Research has that Sunderland is the best city to own an electric vehicle (EV), followed by Coventry and Newcastle, while Portsmouth is the lowest ranked, with Leicester and Liverpool among the worst
The study looked at 20 of the biggest cities in the UK and ranked each based on the average cost to charge an EV, the number of rapid charging points per vehicle and the number of standard and rapid charging points per 100,000 people.
The research, conducted by Forbes Advisor, used data from 20 of the most populated cities** in the UK and ranked each city based on four EV metrics: cost of charging an EV at home, number of standard and rapid EV charging points per 100,000 people, and the number of rapid charging points per registered EV in the area.
Based on this data, each location was assigned an ‘EV Accessibility Rating’ out of 80, with Sunderland coming out on top, scoring 69/80, and Portsmouth ranking lowest with a score of 23/80. London scored 49/80.
The 10 best cities to own an EV, with their ‘EV Accessibility Rating’ are:
- Sunderland – 69
- Coventry – 68
- Newcastle – 63
- Leeds – 55
- Middlesbrough – 54
- Sheffield – 50
- London – 49
- Reading – 47
- Brighton – 41
- Cardiff – 41
Kevin Pratt, car insurance expert at Forbes Advisor, said: “Sales of electric cars are booming, and we can expect to see more EVs on the road as we approach the 2030 ban on the sale of new petrol and diesel-powered vehicles. But that means we need to see acceleration in the number and distribution of charging points so that drivers can enjoy easy access to the power they need. It’s good to see cities across the UK getting to grips with the issue.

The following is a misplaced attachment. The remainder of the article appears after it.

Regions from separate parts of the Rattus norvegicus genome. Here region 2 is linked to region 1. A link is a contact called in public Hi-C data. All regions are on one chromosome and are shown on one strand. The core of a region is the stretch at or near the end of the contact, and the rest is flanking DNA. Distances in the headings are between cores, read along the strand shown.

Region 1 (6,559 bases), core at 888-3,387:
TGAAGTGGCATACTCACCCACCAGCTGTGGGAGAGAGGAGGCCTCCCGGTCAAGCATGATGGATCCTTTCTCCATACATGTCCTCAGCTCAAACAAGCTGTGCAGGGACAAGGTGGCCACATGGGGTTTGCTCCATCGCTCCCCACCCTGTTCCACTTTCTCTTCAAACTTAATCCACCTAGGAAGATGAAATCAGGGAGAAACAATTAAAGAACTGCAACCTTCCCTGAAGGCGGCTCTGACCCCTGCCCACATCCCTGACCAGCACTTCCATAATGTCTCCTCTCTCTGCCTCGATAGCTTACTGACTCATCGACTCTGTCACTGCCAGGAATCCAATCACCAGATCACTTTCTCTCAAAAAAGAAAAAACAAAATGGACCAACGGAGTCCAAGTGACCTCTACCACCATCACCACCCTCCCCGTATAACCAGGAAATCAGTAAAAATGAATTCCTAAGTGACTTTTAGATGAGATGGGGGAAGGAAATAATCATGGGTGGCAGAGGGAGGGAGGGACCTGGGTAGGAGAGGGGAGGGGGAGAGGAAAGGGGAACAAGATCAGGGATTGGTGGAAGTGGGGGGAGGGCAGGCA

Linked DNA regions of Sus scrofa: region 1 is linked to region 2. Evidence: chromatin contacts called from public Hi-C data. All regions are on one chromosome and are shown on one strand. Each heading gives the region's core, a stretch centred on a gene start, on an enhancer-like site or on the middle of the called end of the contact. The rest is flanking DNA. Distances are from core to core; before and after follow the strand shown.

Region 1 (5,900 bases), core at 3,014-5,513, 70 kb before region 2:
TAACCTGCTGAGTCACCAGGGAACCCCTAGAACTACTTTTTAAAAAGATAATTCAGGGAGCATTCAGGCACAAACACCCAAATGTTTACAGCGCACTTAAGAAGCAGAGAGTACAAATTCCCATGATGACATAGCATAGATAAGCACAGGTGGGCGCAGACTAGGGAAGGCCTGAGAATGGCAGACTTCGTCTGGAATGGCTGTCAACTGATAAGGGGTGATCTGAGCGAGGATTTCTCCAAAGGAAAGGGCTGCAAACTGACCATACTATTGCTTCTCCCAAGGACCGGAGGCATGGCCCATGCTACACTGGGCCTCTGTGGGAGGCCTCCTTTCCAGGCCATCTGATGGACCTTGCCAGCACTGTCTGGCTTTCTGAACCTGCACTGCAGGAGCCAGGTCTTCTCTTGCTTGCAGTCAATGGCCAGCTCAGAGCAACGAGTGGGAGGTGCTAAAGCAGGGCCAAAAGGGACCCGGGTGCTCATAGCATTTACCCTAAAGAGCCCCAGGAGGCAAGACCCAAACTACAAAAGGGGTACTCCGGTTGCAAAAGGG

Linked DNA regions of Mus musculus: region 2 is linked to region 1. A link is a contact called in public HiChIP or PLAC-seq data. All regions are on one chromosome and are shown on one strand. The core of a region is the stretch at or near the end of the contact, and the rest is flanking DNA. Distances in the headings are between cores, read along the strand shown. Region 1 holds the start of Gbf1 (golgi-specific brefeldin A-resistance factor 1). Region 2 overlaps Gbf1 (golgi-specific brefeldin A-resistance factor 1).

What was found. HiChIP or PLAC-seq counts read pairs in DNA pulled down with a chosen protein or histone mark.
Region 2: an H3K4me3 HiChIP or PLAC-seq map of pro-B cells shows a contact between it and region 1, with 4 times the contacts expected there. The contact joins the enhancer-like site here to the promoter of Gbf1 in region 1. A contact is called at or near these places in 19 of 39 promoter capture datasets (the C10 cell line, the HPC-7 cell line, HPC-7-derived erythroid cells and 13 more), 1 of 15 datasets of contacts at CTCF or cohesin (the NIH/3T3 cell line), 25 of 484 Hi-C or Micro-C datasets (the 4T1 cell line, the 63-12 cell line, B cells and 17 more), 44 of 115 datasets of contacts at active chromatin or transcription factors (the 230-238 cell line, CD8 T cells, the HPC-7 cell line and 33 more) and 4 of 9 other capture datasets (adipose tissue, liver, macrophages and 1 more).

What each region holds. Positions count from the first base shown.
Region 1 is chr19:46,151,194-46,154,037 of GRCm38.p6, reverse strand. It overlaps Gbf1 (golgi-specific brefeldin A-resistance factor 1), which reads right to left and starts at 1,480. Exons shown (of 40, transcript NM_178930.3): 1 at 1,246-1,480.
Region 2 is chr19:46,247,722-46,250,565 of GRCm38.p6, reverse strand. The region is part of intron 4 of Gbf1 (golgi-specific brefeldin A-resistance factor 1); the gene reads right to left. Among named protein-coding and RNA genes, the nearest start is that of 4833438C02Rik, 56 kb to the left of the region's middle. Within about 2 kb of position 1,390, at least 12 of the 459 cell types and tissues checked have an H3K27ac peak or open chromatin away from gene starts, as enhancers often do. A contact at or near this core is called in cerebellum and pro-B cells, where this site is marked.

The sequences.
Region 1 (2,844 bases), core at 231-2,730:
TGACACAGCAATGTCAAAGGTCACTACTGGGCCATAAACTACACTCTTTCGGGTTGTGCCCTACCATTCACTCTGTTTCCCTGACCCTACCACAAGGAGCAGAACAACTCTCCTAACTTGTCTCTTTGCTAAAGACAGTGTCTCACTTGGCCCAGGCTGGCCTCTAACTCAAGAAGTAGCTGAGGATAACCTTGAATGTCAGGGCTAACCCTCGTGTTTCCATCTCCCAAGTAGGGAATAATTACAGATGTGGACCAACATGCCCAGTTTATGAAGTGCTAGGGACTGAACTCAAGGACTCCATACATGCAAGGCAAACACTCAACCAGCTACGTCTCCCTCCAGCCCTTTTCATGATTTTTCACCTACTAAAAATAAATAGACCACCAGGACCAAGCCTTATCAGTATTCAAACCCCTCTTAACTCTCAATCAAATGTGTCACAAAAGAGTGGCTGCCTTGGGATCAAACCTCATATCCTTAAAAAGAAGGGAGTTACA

“When it comes to insurance, drivers switching to an electric car should hopefully not experience too much of a shock. The cost will largely be driven by the value of the car and the owner’s circumstances and driving history. The high cost of replacement parts and the scarcity of mechanics trained to work on EVs has been an issue, but as the UK fleet gradually transitions to hybrids and electrics and then to electrics alone, price differentials should narrow and disappear.”
For this study, Forbes Advisor looked at the 20 most populated cities in the UK.
To rank each city, four metrics were taken into consideration; cost of charging an EV at home, number of rapid charging points per 100k people, the number of charging points per 100,000 people and number of rapid charging points per EV. Each city was then given a score of 1 to 20 based on where they ranked in the list, with 20 being the best and 1 being the worst. The total possible score was 80.
To track the cost of charging an EV at home in each city, Forbes Advisor used data from the Dept for Business, Energy & Industry to get the average cost of electricity per kWh in each region in the UK. Then, using data on the average amount of energy needed to charge an EV, the researchers were able to come to a cost of charging an EV at home in each city.
To look at the cost of charging points across the UK, Forbes Advisor looked at Government data on the number of charging points and number of rapid charging points in each region per 100,000 people. Then, to calculate the number of rapid charging points per registered EV, the number of rapid charging points were divided by the number of registered EVs in each area.